Snuggle deep into that down jacket against the chill of a January morning. Zip that rain gear tight up to your chin against the soaking rains of February. Now look at the label. Does it say Marmot? Then you’re wearing local.
One of the country’s most beloved makers of outdoor wear and gear is located right here in Sonoma County. Twenty-five years ago, Marmot moved from Colorado to Santa Rosa, and in 2012 relocated to two warehouse-like office buildings in Rohnert Park. The larger facility houses Marmot’s offices; the smaller one is used for manufacturing the company’s extreme-weather sleeping bags, which will keep you warm when it’s 20 degrees below zero outside.
It rarely gets that cold in Sonoma, yet Marmot president Mark Martin said this is the ideal location for an outdoor company that focuses on sustainability.
“It’s certainly a beautiful location, and it’s an incredible place in terms of attracting employees from outside the area,” Martin said. “We are committed to Sonoma County, and we think we tell a pretty good story for Sonoma County when we bring people here and showcase not only the beauty of the land but also the access to activities, whether it be Annadel or going to the coast.”
Although there are no retail sales at Marmot’s headquarters, walking in feels almost like being in an REI store. There are racks and hanging clothes: “We can showcase the products the way customers experience them and show how the products go together,” Martin said. The space is used as a showroom for vendors interested in purchasing Marmot gear, including sleeping bags, clothing, hats, gloves and shoes.
Martin, 52, tall and lanky with the easy movements of an experienced hiker, said the corporate headquarters wasn’t built for Marmot, but that the construction and design fit the company to a T. The floors are concrete, exposed steel girders support the high ceilings, and the building has a rugged, industrial feel.
The product flow runs from the open-layout design department, where large boards show current trends in color and functionality, to a room with lifesize form models where two-dimensional concepts become three-dimensional garments or gear.
In autumn of 2014, the designers were already working on concepts for spring 2016, studying color palettes and lifestyle design trends. Martin said that one of the fastest-growing segment is the everyday outdoor category, a far cry from the extreme gear the company focused on when it began in 1974.
Evan Saunders, a sales associate who has worked at Sonoma Outfitters for seven years, said Marmot’s designs are innovative as well as durable. “They don’t just build the same thing year after year. They don’t just put out a new color for the same vest.”
Athletes seek out Marmot gear because it’s reliable in harsh conditions, such as winter in the Sierra, he said; what sets Marmot apart from its competitors is its choice of materials, such as a “power-stretch fleece,” and its unrelenting drive to keep improving its products.
“It’s their attention to detail, from how they do their thumbholes to adding fleece-lined pockets” that keep hands warm, he said. “They design with a purpose.”
Marmot products are guaranteed for life, which is in sync with Sonoma’s environmental ethic, Martin said, noting that less than a quarter of 1 percent of products ever need repair.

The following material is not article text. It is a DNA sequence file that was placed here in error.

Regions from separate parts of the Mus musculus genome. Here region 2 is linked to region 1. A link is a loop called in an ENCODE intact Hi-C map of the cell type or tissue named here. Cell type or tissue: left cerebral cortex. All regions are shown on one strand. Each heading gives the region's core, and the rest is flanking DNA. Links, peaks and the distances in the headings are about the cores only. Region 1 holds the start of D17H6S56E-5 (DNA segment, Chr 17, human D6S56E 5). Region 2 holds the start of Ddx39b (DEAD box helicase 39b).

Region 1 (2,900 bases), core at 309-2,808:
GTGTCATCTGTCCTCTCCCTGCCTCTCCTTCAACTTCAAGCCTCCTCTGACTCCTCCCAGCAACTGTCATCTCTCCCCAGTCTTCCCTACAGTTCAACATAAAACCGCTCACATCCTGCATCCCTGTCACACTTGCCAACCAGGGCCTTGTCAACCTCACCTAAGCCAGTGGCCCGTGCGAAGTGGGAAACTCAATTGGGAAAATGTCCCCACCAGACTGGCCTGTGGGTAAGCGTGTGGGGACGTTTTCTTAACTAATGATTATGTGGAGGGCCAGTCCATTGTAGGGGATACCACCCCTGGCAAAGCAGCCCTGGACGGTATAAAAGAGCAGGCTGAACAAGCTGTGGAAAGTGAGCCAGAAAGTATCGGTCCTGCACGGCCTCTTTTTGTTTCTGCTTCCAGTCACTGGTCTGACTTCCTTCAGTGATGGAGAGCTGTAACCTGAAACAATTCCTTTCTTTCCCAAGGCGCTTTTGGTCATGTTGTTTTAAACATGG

“There are a lot of downstream benefits from a sustainability standpoint: You’re not having to go out and buy products (repeatedly), so we reduce waste,” he said. “People want to be part of the brand that has products that continue to last over time, and if we have to replace them there is a cost exposure, so we make damn sure that those products perform.”
Most of Marmot’s manufacturing is done in Asia, but Martin said cost savings isn’t the main reason the work is done overseas. “The reason we work with our factory partners outside the United States is for quality and technical innovation.”
But its highest-quality sleeping bags, the ones rated at zero degrees or below, are made in Rohnert Park.
“Where you have life-threatening conditions, those are the products that we still make here,” Martin said. He noted the down the company uses is certified as not being from force-fed geese and not being live-plucked. The down comes from geese and ducks slaughtered for food.
In the Rohnert Park warehouse, a computer measures the amount of down that goes into each baffle of a sleeping bag, then workers sew up the baffles and hit the bags with whiffle bats to evenly distribute the down.
The company, part of publicly traded Jarden Corp., based in Rye, N.Y., has about $200 million in annual sales and uses some of its revenue to support community endeavors, such as Russian Riverkeeper, which works to preserve the health of the Russian River.
Martin said Marmot is poised for another stage of growth.
“We are at an inflection point with the brand becoming better-known,” he said. “We are sold in 57 countries now. We are a global brand, we have a dedicated group of core users who know and love the brand, but we are in the process of introducing Marmot … to a broader audience.”
It’s a far cry from Marmot’s early history. UC Santa Cruz students Eric Reynolds and David Huntley, avid mountain climbers, began making prototypes of down-filled winter wear and sleeping bags in their dorm room. In 1974, they founded Marmot, named for the large ground squirrel that lives at high elevations. They won a contract to make 108 puffy jackets for the Clint Eastwood movie, “The Eiger Sanction,” and were on their way.
Before relocating to Sonoma in 1989, Marmot had its own factory in Colorado, and it almost “caused the company to go out of business,” based on labor costs and quality issues, Martin said.
Jarden Corp. acquired the company in 2007, and Marmot is now “nicely profitable,” Martin said. “We’re better than where we used to be, but we’re not where we want to be yet.”